It's safe to say that even with the unpredictability of the weather recently, a lot of the country has at least experienced a little bit of winter. As we keep trying to determine what's going to take place next with the weather, it's important to make certain that you've had air conditioner service scheduled when the weather finally flips the switch to being a consistent temperature.
Part of owning and using an air conditioner involves some familiarization and understanding of the system itself. One of the most noteworthy tidbits to know is your air conditioner's SEER (Seasonal Energy Efficiency Ratio). SEER is denoted as a rating that tells you what type of efficiency expected from your system. If you're unsure about your current air conditioner's SEER, don't forget to ask during your next air conditioner service appointment and the technician can help you determine it's rating.
What Does SEER Mean for You?
If you have an older air conditioner, your SEER is probably quite a bit lower than the air conditioners out there now. What it boils down to is that with every passing season you're paying for fuel that's being wasted, not to keep your home comfy. When you think about it, the higher the SEER rating, the greater the efficiency and the greater chance for an increase in savings. Again, your air conditioner service technician can help you comprehend SEER better if you have any questions about your current system or what to expect from newer air conditioners.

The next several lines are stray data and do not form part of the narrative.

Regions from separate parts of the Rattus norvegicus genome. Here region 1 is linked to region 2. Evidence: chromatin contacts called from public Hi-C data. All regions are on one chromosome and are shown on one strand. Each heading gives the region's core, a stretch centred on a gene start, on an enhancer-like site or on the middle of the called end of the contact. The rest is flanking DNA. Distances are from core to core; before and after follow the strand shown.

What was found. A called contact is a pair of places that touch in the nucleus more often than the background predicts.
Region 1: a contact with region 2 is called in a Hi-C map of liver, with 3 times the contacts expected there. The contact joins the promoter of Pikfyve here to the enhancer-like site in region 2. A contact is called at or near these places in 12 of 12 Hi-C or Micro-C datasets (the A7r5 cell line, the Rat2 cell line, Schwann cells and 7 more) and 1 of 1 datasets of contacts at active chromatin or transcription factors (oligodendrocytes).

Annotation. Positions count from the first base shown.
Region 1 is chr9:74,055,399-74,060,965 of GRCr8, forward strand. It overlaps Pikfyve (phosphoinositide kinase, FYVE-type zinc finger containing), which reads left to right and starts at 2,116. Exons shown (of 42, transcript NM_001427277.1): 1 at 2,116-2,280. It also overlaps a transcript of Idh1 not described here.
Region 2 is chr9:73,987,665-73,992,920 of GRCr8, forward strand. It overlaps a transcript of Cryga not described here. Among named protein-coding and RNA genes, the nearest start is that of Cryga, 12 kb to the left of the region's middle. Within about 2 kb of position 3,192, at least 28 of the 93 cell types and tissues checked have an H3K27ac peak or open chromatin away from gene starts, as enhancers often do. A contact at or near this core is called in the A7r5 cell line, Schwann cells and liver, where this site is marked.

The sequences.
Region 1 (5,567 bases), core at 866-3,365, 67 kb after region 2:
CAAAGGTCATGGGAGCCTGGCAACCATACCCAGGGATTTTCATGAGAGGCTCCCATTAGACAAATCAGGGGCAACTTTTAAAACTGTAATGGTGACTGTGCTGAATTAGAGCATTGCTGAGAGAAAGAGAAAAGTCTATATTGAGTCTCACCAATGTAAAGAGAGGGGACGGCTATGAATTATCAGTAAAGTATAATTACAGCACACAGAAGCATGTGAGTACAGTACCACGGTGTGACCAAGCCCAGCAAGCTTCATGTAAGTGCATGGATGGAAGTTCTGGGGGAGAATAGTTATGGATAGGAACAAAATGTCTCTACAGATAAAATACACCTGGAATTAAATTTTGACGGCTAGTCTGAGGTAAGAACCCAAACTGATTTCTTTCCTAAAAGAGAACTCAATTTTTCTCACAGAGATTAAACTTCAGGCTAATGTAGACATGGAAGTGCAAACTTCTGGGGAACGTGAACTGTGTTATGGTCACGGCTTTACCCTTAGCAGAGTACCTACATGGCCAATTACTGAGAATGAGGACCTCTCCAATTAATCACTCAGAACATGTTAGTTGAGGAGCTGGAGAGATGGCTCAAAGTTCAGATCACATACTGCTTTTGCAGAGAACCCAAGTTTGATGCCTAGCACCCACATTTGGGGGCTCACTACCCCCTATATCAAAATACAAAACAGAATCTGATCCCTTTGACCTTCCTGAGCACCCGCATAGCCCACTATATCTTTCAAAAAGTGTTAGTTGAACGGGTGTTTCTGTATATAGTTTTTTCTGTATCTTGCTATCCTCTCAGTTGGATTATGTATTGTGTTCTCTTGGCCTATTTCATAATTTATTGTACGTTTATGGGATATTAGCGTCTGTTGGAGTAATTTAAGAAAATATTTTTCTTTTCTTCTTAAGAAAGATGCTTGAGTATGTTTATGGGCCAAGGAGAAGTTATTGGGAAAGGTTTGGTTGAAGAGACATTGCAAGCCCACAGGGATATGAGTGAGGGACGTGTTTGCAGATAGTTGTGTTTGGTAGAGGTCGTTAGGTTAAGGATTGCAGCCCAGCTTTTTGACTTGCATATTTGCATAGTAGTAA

Of course there is more that is involved in your decision in picking a new air conditioner or sticking to an annual air conditioner service plan on your current system. Over time, efficiency levels can drastically impact the comfort and cost of keeping your home comfortable, so we wanted to be certain that you got a closer look at one of the more important considerations for air conditioners. If you want to know about furnaces, furnace service or any number of other home comfort questions, give us a ring at 715-318-6728 or schedule an appointment with us online.